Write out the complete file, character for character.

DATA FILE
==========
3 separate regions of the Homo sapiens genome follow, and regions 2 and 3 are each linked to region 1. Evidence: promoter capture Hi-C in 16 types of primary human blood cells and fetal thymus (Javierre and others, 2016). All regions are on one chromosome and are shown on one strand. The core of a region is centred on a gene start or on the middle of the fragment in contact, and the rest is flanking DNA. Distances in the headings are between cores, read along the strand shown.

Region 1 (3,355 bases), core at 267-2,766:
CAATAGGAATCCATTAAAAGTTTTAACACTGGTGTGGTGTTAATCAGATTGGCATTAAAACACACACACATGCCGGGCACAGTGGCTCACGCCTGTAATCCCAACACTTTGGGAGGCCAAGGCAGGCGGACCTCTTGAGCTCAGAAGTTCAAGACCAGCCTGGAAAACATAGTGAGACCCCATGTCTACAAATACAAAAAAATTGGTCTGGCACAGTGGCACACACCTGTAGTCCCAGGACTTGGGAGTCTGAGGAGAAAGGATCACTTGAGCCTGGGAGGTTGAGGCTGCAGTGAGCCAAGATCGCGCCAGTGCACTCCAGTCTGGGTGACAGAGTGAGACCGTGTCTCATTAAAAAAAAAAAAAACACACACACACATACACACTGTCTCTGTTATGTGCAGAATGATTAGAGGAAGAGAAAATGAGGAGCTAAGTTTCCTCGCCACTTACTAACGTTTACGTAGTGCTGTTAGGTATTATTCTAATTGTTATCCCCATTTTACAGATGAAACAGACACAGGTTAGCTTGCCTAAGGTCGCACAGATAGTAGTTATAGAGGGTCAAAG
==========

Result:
3 separate regions of the Homo sapiens genome follow, and regions 2 and 3 are each linked to region 1. Evidence: promoter capture Hi-C in 16 types of primary human blood cells and fetal thymus (Javierre and others, 2016). All regions are on one chromosome and are shown on one strand. The core of a region is centred on a gene start or on the middle of the fragment in contact, and the rest is flanking DNA. Distances in the headings are between cores, read along the strand shown.

Region 1 (3,355 bases), core at 267-2,766:
CAATAGGAATCCATTAAAAGTTTTAACACTGGTGTGGTGTTAATCAGATTGGCATTAAAACACACACACATGCCGGGCACAGTGGCTCACGCCTGTAATCCCAACACTTTGGGAGGCCAAGGCAGGCGGACCTCTTGAGCTCAGAAGTTCAAGACCAGCCTGGAAAACATAGTGAGACCCCATGTCTACAAATACAAAAAAATTGGTCTGGCACAGTGGCACACACCTGTAGTCCCAGGACTTGGGAGTCTGAGGAGAAAGGATCACTTGAGCCTGGGAGGTTGAGGCTGCAGTGAGCCAAGATCGCGCCAGTGCACTCCAGTCTGGGTGACAGAGTGAGACCGTGTCTCATTAAAAAAAAAAAAAACACACACACACATACACACTGTCTCTGTTATGTGCAGAATGATTAGAGGAAGAGAAAATGAGGAGCTAAGTTTCCTCGCCACTTACTAACGTTTACGTAGTGCTGTTAGGTATTATTCTAATTGTTATCCCCATTTTACAGATGAAACAGACACAGGTTAGCTTGCCTAAGGTCGCACAGATAGTAGTTATAGAGGGTCAAAG